Amazon Wind Services: AWS Plans New US Wind Farm

Ben covers web and technology giants such as Google, Amazon, and Microsoft and their impact on the cloud computing industry, whilst also writing about data centre players and their increasing importance in Europe. He also covers future technologies such as drones, aerospace, science, and the effect of technology on the environment.

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AWS unveils a central US wind farm to meet 2016 cloud energy targets

Amazon Web Services has unveiled plans to construct a new wind farm in Ohio that could produce up to 320,000 megawatt hours of wind energy a year by 2017.

The wind farm, officially called the Amazon Wind Farm US Central, will be integral to the cloud giant’s ambition of meeting its renewable energy goals in the near-term future.

AWS has plans to meet or exceed a goal of using 40 percent renewable power in its global data centres by the end of 2016. Past that, the firm has a goal of using 100 percent renewable energy for its global infrastructure in the future, but a date on that goal is not yet set.


“We continue to pursue projects that help to develop more renewable energy sources to the grids that power AWS datacentres and bring us closer to achieving our long term goal of powering our global infrastructure with 100 percent renewable energy,” said Jerry Hunter, Vice President of Infrastructure at Amazon Web Services.

aws“Our previously announced renewable energy projects put AWS on track to surpass our goal of 40 percent renewable energy globally by the end of 2016. This latest project, Amazon Wind Farm US Central, pushes our renewable energy percentage ever higher‎.”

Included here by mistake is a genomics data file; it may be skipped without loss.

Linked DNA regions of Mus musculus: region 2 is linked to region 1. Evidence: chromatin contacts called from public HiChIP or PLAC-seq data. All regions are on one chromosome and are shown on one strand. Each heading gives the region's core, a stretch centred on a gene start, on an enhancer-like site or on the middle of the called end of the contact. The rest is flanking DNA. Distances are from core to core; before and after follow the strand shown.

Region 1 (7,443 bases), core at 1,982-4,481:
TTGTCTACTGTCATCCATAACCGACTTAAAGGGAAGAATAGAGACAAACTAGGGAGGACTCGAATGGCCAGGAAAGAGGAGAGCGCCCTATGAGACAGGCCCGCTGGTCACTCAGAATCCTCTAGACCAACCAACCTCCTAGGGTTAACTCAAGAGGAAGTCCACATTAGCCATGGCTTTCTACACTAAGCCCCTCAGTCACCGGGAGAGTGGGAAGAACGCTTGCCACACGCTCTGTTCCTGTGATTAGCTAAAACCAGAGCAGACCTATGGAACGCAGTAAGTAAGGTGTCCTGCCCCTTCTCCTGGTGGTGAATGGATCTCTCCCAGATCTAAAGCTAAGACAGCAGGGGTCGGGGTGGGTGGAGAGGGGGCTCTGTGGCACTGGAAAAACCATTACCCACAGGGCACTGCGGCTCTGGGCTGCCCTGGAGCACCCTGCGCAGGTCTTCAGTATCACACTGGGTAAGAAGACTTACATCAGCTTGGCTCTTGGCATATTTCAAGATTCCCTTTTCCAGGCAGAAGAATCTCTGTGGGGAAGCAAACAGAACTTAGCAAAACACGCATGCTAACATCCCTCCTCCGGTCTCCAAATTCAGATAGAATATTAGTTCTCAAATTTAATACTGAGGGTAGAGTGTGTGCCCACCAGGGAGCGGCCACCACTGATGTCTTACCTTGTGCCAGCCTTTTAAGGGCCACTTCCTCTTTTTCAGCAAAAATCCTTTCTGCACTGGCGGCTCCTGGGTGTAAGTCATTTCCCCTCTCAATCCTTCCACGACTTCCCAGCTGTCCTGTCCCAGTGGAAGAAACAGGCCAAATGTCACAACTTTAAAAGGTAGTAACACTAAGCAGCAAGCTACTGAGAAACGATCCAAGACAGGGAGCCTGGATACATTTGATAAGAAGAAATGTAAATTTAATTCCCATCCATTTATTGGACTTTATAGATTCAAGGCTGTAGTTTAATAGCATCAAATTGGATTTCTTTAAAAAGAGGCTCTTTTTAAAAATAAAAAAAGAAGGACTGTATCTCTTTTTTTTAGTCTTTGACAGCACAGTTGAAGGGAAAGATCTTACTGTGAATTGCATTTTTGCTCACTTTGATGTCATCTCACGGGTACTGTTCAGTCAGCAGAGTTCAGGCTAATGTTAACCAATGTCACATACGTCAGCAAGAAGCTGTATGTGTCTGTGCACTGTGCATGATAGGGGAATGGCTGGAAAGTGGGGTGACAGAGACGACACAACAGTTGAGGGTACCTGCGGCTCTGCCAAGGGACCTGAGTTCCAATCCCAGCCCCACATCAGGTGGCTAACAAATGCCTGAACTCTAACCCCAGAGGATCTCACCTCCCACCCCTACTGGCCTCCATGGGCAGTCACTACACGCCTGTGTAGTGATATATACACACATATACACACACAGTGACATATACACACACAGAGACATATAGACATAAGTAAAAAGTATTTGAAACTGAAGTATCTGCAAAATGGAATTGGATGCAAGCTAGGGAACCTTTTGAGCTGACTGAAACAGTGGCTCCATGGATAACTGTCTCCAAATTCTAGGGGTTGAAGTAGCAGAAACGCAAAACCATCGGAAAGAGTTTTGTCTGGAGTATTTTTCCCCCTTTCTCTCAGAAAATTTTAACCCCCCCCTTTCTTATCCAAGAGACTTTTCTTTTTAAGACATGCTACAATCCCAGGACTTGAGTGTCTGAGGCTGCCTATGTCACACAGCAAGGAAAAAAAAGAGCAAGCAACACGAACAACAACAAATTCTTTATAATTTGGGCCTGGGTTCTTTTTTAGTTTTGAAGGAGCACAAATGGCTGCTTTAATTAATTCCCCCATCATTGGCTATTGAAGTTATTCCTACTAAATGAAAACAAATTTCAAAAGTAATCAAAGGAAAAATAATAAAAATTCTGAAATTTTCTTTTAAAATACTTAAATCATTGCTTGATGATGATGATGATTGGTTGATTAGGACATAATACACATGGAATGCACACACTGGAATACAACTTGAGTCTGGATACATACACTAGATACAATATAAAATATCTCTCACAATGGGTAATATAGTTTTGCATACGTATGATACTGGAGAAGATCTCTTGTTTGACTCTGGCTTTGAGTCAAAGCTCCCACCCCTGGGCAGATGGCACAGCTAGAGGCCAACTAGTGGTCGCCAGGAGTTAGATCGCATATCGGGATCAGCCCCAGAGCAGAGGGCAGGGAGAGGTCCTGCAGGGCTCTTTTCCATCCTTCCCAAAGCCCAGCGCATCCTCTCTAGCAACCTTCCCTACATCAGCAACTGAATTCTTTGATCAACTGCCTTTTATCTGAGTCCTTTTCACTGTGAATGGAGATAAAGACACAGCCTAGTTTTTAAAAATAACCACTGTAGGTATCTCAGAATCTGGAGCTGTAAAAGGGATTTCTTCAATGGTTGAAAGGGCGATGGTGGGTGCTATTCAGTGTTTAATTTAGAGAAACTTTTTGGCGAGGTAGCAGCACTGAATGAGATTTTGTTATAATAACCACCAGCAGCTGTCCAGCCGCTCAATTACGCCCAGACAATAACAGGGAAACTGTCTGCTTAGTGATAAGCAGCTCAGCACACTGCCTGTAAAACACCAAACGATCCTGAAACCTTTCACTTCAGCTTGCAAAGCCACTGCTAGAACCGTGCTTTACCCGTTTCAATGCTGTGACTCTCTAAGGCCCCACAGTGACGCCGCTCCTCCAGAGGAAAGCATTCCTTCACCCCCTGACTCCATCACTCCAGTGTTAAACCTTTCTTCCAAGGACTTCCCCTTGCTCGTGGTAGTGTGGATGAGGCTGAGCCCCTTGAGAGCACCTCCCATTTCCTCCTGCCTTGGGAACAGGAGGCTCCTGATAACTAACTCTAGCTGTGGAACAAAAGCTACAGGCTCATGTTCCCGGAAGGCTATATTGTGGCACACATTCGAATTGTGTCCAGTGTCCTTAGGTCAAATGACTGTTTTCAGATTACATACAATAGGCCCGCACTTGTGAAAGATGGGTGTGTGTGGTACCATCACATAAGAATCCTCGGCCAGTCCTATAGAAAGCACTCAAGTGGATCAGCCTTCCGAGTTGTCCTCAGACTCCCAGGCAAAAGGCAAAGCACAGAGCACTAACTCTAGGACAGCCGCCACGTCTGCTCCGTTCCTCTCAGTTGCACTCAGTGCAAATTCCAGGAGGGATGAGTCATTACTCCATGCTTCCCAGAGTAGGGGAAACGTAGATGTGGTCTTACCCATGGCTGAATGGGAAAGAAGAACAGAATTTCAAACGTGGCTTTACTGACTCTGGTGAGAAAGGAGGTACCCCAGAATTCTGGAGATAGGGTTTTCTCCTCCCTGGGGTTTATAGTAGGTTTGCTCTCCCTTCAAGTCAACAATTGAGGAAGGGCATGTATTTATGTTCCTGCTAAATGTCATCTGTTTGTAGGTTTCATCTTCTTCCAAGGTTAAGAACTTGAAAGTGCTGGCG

But alas, powering homes and powering data centres are two very different challenges.

In 2014, research house Anthesis said that data centre power consumption is projected to increase to roughly 140 billion kilowatt-hours annually by 2020, requiring the equivalent annual output of 17 new power plants and emitting nearly 150 million metric tons of carbon pollution annually.

And by 2017, many experts predict that the electricity consumption of our smartphones, tablets and laptops, along with the networks and data centres which power them, is set to account for 12 percent of global electricity consumption.

But in May, AWS was criticised by Greenpeace for not being transparent enough with its green credentials. Greenpeace said: “Amazon’s adoption of a 100 percent renewable energy goal, while potentially significant, lacks basic transparency and, unlike similar commitments from Apple, Facebook or Google, does not yet appear to be guiding Amazon’s investment decisions toward renewable energy and away from coal.”

TechWeekEurope quizzed AWS boss Andy Jassy about green targets during the firm’s annual Re:Invent conference in October. Jassy said that AWS is indeed on track to meet its 100 percent goals at some point in the future, but no date was given.

In April 2015, AWS said that around a quarter of the power consumed by its global infrastructure was from renewable energy sources. As part of its renewable energy push, AWS said it continue to work on ways to increase the energy efficiency of its facilities, and to launch projects aimed at increasing the availability of renewable energy resources on the electrical grid that supplies power to current and future AWS cloud data centres in Virginia and Ohio.

In January 2015, Amazon announced a renewable project with the Amazon Wind Farm in Benton County, Indiana, which is expected to generate 500,000 MWh of wind power annually.

“We are very excited to be working with AWS on this important project in Ohio,” said João Manso Neto, CEO of EDP Renewables. “The fact that businesses such as AWS are playing such an active part in renewable energy projects is a very clear indicator that the future lies in additional generation of this type of energy. The support for this project shows the industry’s confidence in our delivery capacity, experience, and know-how.”

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